Queer Highlights of the Film Festival!
With the help of FIN Program Director Jason Beaudry, Wayves presents a comprehensive list of queer cinema you can't miss.
This film is directed by queer filmmaker Thom Fitzgerald and is based on the life of queer playwright Lee-Ann Poole.
It shows the stuggle of Belle, who told her Conservative mother she was a lesbian in her teens. Now, she comes home to Nova Scotia for her dad's funeral, and has to tell her mother that she's in a relationship with a cis man.
Playing Thursday, Sept. 13, 7 p.m. -- Rebecca Cohn Auditorium. Seats are limited.
PLAIRE, AIMER ET COURIR VITE (SORRY ANGEL)
Jacques is a nearly-40 Parisian writer who falls in love with student Arthur. But will their love last? This comedy-drama shows the difficulties of relationships when two people are so far apart on what the future might hold for them.
Presented in French. Playing Friday, Sept. 14 at 9:40 p.m. -- Park Lane Cinemas
This documentary focuses on Studio 54 -- a 1970's nightclub that was a safe haven for LGBTQ+ people and marked the era. It follows the co-owners Ian Schrager and Steve Rubell, and shows the ups and downs of the club business. This full-length documentary is set to tell the true story of this historic New York Club.
Playing Saturday, Sept. 15 at 9:40 -- Park Lane Cinemas
This film, directed by Sam Levinson -- son of the famous Barry Levinson -- follows high school senior Lily and her friends when someone starts posting private texts and digital content of people in their small town. People get murderously angry, and like the FIN program says, a "Category 5 shitstorm" occurs, with Lily right in the centre.
Playing Sunday, Sept. 16 at 8 p.m. -- Park Lane Cinemas
JUST BE GEMMA
This documentary looks at Gemma Hickey's gender transformation and her struggles as she moves forward. The St. John's, NFLD activist is knowing for co-leading a same-sex marriage legalization movement in Canada and is the founder of Pathways. This film is a raw look into her journey.
Playing Monday, Sept. 17 at 4:30 p.m. -- Park Lane Cinemas
This documentary follows Scott Jones, a gay musician who is attacked in small-town Nova Scotia, and paralyzed from the waist down. His journey of healing is chronicled here, and Jones moved toward forgiveness and acceptance on-screen. This is a difficult, raw film playing in two theatres during its premiere, and shows this man's anti-homophobia campaign Don't Be Afraid, and his push to take his life back.
Playing Monday, Sept. 17 at 6:30 p.m. -- Park Lane Cinemas
This acting showcase stars Keira Knightley as Sidonie-Gabrielle Colette, who marries a successful Parisian writer. But when she ghostwrites for her husband and her story becomes a best-seller, she begins to fight for the credit that is rightfully hers. In a clash over gender roles, Colette begins to revolutionize her life and express herself in every way possible, including sexually. Featuring a strong female lead and a fearless performance, this will be one to watch for.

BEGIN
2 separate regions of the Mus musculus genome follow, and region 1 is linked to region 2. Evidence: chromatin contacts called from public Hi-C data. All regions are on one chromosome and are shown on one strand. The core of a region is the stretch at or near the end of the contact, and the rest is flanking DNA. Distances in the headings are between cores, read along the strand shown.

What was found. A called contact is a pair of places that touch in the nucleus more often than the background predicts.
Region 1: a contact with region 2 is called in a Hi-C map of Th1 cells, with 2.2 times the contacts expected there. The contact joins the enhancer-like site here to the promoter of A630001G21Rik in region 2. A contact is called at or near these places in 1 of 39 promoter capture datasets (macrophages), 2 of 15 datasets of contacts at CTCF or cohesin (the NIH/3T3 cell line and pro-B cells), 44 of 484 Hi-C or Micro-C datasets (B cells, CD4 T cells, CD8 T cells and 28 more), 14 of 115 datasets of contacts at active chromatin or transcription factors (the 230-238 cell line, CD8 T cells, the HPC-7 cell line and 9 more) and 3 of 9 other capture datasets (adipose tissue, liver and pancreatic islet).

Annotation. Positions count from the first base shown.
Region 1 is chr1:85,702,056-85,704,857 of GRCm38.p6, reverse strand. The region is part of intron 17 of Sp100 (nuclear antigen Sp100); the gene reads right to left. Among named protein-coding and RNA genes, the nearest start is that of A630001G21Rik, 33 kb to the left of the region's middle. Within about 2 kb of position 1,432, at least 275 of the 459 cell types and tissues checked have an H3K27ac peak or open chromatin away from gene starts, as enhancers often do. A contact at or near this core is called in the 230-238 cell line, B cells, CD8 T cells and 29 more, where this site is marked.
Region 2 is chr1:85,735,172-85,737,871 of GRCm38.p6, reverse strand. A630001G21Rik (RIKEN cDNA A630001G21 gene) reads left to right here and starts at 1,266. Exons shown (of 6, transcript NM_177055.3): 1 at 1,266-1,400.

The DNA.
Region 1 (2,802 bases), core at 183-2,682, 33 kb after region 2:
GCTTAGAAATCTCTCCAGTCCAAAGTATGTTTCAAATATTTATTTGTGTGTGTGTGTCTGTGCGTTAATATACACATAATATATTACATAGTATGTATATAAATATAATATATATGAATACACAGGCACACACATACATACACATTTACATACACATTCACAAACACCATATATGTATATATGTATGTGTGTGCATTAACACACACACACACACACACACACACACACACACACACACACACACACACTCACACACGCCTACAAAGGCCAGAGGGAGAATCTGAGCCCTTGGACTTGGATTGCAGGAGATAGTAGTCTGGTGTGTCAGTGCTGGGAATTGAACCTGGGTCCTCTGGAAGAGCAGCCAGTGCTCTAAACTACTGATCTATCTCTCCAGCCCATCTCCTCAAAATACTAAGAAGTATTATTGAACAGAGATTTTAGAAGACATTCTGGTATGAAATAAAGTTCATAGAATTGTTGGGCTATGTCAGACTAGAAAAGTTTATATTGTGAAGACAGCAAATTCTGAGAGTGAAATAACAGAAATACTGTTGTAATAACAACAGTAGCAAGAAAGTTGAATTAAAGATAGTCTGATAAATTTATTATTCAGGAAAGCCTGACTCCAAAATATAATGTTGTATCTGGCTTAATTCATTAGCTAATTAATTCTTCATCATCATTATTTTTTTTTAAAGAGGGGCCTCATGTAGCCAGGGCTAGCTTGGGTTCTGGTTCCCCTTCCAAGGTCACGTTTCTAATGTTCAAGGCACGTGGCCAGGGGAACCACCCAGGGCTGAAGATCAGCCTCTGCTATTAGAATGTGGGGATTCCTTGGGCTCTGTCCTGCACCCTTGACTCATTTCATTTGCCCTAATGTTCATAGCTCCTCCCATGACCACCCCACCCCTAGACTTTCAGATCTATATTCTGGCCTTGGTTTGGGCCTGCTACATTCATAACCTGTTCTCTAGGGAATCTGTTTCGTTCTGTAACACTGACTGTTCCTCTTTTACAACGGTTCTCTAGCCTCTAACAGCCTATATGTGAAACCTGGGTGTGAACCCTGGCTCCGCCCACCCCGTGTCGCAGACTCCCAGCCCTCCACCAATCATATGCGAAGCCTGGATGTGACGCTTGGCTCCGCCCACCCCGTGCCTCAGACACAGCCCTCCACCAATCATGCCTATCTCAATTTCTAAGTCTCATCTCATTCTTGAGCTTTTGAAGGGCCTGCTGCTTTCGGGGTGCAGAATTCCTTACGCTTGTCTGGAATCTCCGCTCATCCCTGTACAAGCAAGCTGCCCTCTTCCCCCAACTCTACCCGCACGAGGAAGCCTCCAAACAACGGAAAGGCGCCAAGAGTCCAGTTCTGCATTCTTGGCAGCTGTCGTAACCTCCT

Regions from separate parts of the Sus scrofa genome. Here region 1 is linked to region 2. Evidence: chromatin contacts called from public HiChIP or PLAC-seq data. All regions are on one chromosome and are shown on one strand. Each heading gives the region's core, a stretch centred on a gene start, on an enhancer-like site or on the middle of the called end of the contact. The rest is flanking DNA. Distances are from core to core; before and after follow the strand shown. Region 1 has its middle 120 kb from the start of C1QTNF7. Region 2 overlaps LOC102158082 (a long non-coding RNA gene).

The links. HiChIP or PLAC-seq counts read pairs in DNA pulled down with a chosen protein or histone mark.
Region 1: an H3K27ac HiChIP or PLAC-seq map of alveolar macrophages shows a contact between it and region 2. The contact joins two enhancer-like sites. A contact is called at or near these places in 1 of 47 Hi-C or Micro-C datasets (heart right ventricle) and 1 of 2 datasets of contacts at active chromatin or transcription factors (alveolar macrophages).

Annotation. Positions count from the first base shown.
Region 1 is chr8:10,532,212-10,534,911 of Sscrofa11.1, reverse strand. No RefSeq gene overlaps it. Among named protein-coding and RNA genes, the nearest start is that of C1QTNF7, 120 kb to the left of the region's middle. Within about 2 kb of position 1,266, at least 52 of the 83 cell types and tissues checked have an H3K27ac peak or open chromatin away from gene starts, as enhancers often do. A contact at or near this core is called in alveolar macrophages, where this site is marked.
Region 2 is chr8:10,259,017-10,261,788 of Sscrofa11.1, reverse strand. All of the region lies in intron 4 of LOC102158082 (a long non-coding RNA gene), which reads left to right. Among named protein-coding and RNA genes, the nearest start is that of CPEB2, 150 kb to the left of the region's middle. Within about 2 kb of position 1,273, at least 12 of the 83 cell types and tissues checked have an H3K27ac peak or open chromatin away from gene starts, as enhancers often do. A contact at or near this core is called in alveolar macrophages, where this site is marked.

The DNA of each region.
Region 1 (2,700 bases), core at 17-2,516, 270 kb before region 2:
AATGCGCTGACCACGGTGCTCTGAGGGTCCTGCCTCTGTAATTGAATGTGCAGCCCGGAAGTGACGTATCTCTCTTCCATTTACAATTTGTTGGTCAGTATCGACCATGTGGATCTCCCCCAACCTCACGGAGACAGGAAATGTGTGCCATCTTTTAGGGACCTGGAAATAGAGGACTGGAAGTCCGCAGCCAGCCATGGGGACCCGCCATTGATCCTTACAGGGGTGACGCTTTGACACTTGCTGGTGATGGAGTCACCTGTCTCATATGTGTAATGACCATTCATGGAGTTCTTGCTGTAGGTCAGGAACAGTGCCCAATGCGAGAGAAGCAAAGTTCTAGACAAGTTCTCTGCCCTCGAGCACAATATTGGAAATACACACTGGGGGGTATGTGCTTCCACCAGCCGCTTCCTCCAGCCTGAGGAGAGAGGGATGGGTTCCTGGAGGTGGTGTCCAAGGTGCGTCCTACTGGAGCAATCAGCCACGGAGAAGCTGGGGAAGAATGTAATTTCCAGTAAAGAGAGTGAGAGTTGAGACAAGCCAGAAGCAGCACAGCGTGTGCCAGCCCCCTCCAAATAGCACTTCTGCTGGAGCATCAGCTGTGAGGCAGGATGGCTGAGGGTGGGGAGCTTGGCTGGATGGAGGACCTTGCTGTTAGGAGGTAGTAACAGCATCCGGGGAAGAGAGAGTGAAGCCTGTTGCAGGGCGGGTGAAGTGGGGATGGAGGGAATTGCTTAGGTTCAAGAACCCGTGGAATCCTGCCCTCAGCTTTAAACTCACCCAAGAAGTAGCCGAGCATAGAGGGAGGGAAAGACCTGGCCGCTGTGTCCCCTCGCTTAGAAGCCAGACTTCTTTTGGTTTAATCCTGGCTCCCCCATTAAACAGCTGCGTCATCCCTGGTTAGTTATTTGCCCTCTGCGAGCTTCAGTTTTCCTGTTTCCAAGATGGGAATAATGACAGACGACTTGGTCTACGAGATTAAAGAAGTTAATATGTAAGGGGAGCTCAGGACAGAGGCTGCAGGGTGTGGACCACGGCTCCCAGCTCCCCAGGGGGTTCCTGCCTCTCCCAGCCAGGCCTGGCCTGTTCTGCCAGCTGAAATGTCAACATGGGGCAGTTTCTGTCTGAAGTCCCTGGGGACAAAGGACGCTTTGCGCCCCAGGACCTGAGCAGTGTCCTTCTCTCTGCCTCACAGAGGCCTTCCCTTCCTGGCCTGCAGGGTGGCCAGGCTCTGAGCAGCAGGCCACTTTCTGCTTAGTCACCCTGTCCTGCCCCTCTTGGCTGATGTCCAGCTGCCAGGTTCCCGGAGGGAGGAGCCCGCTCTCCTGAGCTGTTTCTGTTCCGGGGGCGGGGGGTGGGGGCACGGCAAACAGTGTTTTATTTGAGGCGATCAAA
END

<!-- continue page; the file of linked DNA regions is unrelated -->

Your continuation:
Playing Monday, Sept. 17 at 7 p.m. -- Park Lane Cinemas
This feature film about Lizzie Borden shows the passionate relationship that develops between herself and live-in maid Bridget in 1892. However, Lizzie's difficulties with her family makes her feel closed in, and is sure to bring things to an enthralling conclusion. With queer performers Chloe Sevigny and Kristen Stewart on board, this is sure to be an eloquent feature.
Playing Tuesday, Sept. 18 at 4:10 p.m. -- Park Lane Cinemas
This film is based on a two-woman play by Amy Nostbakken and Norah Sadava, and is about a writer attempting to reconcile her feminism with the "conformist choices" of her mother following her death. There's this consistent conflict between progress and regression in the film, and between cultural values.
Playing Tuesday, Sept. 18 at 7 p.m. -- Park Lane Cinemas
THE HEAT: A KITCHEN (R)EVOLUTION
This documentary follows the injection of women now taking the helm of restaurants and kitchens in an industry previously dominated by men. With brutal hours, difficult conditions and a rough nature, women are breaking through and changing the culture of kitchens they run.
This about "a generation unwilling to submit" to things that were once considered normal for the job.
Playing Wednesday, Sept. 19, at 4 p.m. -- Park Lane Cinemas
THE HAPPY PRINCE
This film -- a triple threat from gay actor Rupert Everett -- sees him writing, directing and starring in his passion project. It chronicles the last three years of the life of flamboyant, in-your-face Oscar Wilde, the famous writer and storytelling. It's a raw, intimate crowd-pleasing film and may just be a crowning work for star Everett, and another solid one in the canon for Colin Firth.
Playing Wednesday, Sept. 19 at 6 p.m. -- Park Lane Cinemas
THE FRUIT MACHINE
This touching film about the purge of homosexuals in the military and public service sectors of Canada should be a deeply emotional tale. Those who went through the 40-year "witch hunt" are speaking out about living in a society that cast LGBTQ+ people aside. Timely and provacative, The Fruit Machine features sadness, anger and everything in between.
Playing Wednesday, Sept. 19 at 9 p.m. -- Park Lane Cinemas
THE ICE KING
This is the story of John Curry, an Olympic ice skating winner in 1976, and the first openly gay Olympian. It tells his difficult story, annd portrays the man as the conflicted, at times contradicting person he truly was. His story -- on and off the ice -- is told in great detail here.
Playing Thursday, Sept. 20 at 6:40 p.m. -- Park Lane Cinemas